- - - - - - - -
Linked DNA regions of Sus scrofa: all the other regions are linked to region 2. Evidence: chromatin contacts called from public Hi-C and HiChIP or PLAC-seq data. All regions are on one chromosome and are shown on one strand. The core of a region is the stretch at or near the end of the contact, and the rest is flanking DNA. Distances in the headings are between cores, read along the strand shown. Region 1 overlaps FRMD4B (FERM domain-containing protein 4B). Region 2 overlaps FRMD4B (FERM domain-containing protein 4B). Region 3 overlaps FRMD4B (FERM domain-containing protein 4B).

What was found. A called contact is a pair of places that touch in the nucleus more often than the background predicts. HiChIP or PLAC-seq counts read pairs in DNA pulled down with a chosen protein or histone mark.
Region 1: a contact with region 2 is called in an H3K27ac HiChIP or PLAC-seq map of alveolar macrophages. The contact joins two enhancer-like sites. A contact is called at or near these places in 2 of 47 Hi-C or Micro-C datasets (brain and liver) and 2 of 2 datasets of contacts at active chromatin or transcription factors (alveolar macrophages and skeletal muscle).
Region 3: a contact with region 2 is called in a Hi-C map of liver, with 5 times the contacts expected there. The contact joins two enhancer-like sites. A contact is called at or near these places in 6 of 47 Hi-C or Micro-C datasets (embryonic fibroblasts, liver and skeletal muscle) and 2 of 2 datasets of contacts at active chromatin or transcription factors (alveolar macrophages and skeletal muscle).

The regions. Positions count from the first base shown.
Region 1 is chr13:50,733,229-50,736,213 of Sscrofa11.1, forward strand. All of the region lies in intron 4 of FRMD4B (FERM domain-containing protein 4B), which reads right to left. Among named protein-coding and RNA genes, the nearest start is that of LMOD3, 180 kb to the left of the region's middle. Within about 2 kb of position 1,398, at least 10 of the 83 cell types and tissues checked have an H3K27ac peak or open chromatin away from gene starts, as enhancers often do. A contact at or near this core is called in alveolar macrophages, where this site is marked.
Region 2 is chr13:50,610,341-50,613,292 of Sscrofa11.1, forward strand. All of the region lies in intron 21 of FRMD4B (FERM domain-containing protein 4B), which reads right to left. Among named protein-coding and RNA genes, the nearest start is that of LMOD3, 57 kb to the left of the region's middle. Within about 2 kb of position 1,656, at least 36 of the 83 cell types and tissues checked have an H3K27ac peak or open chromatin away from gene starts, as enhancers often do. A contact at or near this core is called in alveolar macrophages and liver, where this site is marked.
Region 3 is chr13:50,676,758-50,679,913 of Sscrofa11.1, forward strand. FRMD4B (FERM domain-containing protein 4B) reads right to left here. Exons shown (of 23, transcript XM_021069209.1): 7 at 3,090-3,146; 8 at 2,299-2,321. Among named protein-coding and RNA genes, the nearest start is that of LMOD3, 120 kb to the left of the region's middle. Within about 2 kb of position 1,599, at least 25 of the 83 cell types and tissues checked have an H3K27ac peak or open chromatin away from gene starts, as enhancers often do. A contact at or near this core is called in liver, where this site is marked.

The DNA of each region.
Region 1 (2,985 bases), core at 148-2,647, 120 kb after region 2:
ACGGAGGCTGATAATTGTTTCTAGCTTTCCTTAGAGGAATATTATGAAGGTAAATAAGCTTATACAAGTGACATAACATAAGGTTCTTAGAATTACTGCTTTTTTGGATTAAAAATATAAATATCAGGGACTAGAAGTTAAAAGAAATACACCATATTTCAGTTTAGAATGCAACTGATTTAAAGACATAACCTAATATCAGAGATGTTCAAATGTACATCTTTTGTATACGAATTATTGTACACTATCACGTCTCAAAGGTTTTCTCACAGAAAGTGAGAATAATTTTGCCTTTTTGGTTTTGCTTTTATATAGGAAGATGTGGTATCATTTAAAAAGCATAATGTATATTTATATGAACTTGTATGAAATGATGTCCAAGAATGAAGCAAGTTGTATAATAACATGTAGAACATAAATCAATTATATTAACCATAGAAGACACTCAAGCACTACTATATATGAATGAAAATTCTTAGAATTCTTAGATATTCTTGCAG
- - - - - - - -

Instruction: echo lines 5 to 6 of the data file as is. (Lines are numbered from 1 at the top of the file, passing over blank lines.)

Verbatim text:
The regions. Positions count from the first base shown.
Region 1 is chr13:50,733,229-50,736,213 of Sscrofa11.1, forward strand. All of the region lies in intron 4 of FRMD4B (FERM domain-containing protein 4B), which reads right to left. Among named protein-coding and RNA genes, the nearest start is that of LMOD3, 180 kb to the left of the region's middle. Within about 2 kb of position 1,398, at least 10 of the 83 cell types and tissues checked have an H3K27ac peak or open chromatin away from gene starts, as enhancers often do. A contact at or near this core is called in alveolar macrophages, where this site is marked.